The educational system is a quintessential arena for potential inequality to emerge. For instance, the school systems can isolate, or inhibit students due to age/sex discrimination and even socioeconomic brackets, but economic and social differences are the main culprits that perpetuate inequality. The goal of education serves to make each student an organizational child through careful instruction and supervision, "[being] guided through their day in ordered agenda [and] are rewarded for conformity" (Guerrero 209).
Children are taught to conform to societal expectations from a young age given that some schools enforce a mandatory uniform policy, which causes "any signs of individuality [to be] discouraged" (Guerrero 209). In the lenses of a conflict theorist, the school system seeks to take advantage of the impressionable, younger kids as a means of ingraining obedience and respect for the rules/laws
. For instance, social sanctions are put in place. If a child doesn't listen or chooses to exhibit deviant behavior- behavior outside of what is normally accepted or allowed- then they will be given a negative sanction, such a time out or parent note home. Conversely, good behavior is rewarded through treats and stickers. In sociology, conflict theory presents the paradigm that social differences perpetuate social and economic disparities.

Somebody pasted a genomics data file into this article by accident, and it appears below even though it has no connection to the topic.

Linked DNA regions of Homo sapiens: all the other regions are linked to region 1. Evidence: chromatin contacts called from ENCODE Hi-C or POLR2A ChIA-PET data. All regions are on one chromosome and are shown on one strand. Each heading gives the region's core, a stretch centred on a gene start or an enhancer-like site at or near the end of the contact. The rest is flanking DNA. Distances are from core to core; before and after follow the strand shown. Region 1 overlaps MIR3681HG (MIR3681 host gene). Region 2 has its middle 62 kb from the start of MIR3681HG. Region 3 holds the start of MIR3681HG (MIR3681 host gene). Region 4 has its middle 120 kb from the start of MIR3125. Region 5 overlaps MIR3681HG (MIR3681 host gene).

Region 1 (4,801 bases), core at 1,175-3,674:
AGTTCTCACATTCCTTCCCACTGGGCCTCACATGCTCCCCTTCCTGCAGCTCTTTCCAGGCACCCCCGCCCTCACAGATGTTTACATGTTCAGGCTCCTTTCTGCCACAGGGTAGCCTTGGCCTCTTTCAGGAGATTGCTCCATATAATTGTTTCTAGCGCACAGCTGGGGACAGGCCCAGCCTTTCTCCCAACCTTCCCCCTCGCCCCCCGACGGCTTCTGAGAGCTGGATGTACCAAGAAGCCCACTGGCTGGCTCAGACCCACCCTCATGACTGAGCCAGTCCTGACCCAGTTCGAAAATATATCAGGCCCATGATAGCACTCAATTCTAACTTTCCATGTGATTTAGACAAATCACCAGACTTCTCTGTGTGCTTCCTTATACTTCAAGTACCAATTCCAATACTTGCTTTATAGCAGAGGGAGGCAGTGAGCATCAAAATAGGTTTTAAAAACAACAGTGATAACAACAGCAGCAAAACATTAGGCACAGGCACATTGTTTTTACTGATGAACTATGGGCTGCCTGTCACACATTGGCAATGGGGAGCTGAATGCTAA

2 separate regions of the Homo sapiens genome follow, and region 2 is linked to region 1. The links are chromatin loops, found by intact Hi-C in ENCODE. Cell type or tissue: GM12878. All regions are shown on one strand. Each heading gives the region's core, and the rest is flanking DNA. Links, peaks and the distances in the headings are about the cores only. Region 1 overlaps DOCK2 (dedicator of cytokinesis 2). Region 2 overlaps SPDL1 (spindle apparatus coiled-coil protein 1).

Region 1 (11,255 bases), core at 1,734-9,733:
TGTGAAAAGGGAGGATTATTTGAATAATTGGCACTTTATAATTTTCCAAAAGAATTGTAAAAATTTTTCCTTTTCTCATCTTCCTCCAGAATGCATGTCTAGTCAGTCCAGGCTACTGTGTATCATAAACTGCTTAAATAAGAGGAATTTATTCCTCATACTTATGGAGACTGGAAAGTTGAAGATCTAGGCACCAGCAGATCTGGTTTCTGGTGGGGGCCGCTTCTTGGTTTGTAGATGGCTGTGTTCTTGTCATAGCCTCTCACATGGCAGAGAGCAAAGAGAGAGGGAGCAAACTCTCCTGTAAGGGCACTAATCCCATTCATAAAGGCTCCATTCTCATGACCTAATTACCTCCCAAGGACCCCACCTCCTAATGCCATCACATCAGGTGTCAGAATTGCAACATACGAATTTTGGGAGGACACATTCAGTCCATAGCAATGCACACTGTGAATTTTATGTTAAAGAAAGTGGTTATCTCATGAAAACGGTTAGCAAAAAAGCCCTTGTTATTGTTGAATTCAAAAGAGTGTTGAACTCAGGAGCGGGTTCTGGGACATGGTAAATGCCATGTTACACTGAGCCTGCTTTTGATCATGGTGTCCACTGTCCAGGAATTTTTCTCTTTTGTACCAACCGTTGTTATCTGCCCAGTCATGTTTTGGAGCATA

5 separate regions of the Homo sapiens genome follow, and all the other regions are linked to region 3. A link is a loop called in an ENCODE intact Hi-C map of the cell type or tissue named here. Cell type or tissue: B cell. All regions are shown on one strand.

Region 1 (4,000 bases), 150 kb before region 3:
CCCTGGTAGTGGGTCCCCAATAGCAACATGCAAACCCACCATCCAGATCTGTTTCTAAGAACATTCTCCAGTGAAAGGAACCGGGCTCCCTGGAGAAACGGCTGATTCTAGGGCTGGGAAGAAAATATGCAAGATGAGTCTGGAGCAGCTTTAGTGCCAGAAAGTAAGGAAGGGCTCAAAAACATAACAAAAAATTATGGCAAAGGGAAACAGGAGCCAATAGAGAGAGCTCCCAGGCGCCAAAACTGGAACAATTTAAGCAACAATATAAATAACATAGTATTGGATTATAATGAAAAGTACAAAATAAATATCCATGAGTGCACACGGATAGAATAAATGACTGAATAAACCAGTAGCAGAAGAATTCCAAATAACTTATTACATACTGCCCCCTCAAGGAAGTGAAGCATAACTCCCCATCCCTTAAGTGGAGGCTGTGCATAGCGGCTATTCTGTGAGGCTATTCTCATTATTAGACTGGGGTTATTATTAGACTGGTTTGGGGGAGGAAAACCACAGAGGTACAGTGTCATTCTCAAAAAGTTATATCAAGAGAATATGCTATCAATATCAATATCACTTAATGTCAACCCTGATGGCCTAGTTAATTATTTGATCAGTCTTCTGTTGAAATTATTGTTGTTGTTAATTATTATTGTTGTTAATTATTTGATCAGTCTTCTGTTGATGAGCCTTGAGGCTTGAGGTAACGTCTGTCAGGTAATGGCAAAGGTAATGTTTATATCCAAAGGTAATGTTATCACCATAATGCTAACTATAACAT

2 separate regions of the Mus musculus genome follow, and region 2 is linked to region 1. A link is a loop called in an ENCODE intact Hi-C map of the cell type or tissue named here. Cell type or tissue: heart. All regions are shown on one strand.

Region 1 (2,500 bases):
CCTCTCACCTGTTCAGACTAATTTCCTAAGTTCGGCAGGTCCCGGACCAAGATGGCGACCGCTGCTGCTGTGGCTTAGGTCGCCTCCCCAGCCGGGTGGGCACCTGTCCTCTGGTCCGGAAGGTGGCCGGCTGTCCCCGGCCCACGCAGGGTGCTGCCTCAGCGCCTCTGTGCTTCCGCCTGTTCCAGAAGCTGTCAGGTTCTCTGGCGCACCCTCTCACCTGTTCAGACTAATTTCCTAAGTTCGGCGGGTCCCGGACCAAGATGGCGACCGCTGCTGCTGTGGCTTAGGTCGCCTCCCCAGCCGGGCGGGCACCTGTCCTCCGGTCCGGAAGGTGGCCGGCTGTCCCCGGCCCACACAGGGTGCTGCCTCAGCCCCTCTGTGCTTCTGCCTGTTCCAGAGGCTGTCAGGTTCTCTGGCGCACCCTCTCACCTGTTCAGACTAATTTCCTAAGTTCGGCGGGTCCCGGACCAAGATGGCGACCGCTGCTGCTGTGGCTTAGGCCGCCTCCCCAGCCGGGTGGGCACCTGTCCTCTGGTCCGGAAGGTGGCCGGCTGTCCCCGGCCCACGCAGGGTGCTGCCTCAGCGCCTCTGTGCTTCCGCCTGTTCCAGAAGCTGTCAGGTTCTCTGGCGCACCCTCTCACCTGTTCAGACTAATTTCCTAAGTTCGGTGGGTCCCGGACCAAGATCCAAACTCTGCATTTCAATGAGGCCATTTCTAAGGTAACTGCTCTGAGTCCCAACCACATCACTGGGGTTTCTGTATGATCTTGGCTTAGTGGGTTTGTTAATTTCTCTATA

The conflict perspective does make sense to me because I do see how social stratification is contributing to growing inequities. Consider the notion of social and cultural capital in older middle school, high school, and even college students. Some children may not have as much cultural capital, or "skills and knowledge passed on by their parents and through social and economic position" (Guerrero 209). A lack of cultural capital may discourage these students from fostering enough social capital due to fear of rejections/not being accepted or not feeling smart enough to make "investments in social relationships and networks" (Guerrero 209).
I think of an older teen who may have aspirations of breaking familial trends and becoming a first-generation college student, but fears that they don't possess the arsenal of fortitude and money to finance a post-secondary education. Moreover, Conflict theorists assert the premises of the alienation and class conscientiousness. College is a prime illustration of how alienation can occur because being aware of one's social position (class consciousness) can either seek to initiate change and inspiration to evoke social mobility or perpetuate a self-defeating cycle.
Leon-Guerrero, Anna. Social Problems: Community, Policy, and Social Action. Sage Publications (USA), 2016.